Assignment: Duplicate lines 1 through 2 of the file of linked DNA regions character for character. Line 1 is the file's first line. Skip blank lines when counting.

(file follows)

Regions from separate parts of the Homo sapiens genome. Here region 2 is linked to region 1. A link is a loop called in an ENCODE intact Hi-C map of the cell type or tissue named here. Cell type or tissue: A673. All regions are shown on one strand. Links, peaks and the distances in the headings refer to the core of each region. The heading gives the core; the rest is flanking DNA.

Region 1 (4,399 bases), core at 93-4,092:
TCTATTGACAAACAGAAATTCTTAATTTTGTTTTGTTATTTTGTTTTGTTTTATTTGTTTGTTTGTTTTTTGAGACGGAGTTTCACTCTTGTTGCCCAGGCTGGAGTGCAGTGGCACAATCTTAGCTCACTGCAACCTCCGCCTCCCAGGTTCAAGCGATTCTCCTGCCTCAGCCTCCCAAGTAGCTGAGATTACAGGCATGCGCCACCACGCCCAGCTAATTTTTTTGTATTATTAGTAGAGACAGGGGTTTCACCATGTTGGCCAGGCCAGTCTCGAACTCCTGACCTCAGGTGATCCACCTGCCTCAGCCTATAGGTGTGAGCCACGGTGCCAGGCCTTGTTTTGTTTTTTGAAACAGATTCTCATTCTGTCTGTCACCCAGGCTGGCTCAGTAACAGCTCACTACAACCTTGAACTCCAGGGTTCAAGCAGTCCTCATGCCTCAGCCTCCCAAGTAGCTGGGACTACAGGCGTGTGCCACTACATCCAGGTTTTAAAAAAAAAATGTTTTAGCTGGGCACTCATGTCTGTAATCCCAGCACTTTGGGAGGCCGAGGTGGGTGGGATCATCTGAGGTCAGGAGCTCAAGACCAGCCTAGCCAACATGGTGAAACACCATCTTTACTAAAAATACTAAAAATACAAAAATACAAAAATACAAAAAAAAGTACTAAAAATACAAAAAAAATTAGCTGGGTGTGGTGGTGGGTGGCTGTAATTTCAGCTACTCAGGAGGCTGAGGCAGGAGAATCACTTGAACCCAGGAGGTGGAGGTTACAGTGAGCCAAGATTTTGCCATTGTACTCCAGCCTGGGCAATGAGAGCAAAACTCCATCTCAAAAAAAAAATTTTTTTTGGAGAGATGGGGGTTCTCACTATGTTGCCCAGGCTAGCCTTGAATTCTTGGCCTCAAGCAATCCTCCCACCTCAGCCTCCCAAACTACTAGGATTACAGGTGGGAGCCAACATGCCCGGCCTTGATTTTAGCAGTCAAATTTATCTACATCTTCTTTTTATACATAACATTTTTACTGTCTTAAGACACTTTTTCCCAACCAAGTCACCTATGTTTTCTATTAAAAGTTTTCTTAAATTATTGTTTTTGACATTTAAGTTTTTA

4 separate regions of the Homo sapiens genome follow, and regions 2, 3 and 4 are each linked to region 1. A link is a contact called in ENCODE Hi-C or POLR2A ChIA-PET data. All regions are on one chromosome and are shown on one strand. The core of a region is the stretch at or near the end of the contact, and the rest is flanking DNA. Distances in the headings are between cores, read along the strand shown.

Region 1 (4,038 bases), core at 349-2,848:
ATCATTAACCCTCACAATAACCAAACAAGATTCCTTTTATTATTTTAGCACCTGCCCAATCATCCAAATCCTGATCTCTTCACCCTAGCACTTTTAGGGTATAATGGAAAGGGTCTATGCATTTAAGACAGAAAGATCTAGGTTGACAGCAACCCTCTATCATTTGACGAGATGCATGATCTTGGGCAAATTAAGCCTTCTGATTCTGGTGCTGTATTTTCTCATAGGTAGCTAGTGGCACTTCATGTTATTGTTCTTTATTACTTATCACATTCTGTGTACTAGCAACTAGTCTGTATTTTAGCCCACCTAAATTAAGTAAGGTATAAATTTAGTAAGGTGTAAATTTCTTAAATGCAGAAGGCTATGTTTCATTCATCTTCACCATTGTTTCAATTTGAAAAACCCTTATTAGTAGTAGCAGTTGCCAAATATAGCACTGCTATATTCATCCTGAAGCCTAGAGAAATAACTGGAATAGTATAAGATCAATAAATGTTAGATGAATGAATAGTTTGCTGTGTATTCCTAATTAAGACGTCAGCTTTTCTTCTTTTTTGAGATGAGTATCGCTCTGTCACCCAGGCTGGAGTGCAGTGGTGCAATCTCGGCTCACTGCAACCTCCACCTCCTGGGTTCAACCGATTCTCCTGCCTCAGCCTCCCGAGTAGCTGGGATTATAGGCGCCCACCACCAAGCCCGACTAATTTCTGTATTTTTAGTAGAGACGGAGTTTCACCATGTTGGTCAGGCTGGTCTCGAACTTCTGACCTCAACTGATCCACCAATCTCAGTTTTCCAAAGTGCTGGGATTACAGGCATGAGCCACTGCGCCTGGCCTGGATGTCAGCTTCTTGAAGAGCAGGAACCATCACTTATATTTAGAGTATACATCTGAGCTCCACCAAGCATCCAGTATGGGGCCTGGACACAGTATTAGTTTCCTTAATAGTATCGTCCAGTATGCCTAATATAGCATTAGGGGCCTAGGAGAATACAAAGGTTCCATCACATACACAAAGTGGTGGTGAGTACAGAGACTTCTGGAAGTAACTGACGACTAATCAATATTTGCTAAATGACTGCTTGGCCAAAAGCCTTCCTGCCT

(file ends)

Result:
Regions from separate parts of the Homo sapiens genome. Here region 2 is linked to region 1. A link is a loop called in an ENCODE intact Hi-C map of the cell type or tissue named here. Cell type or tissue: A673. All regions are shown on one strand. Links, peaks and the distances in the headings refer to the core of each region. The heading gives the core; the rest is flanking DNA.

Region 1 (4,399 bases), core at 93-4,092: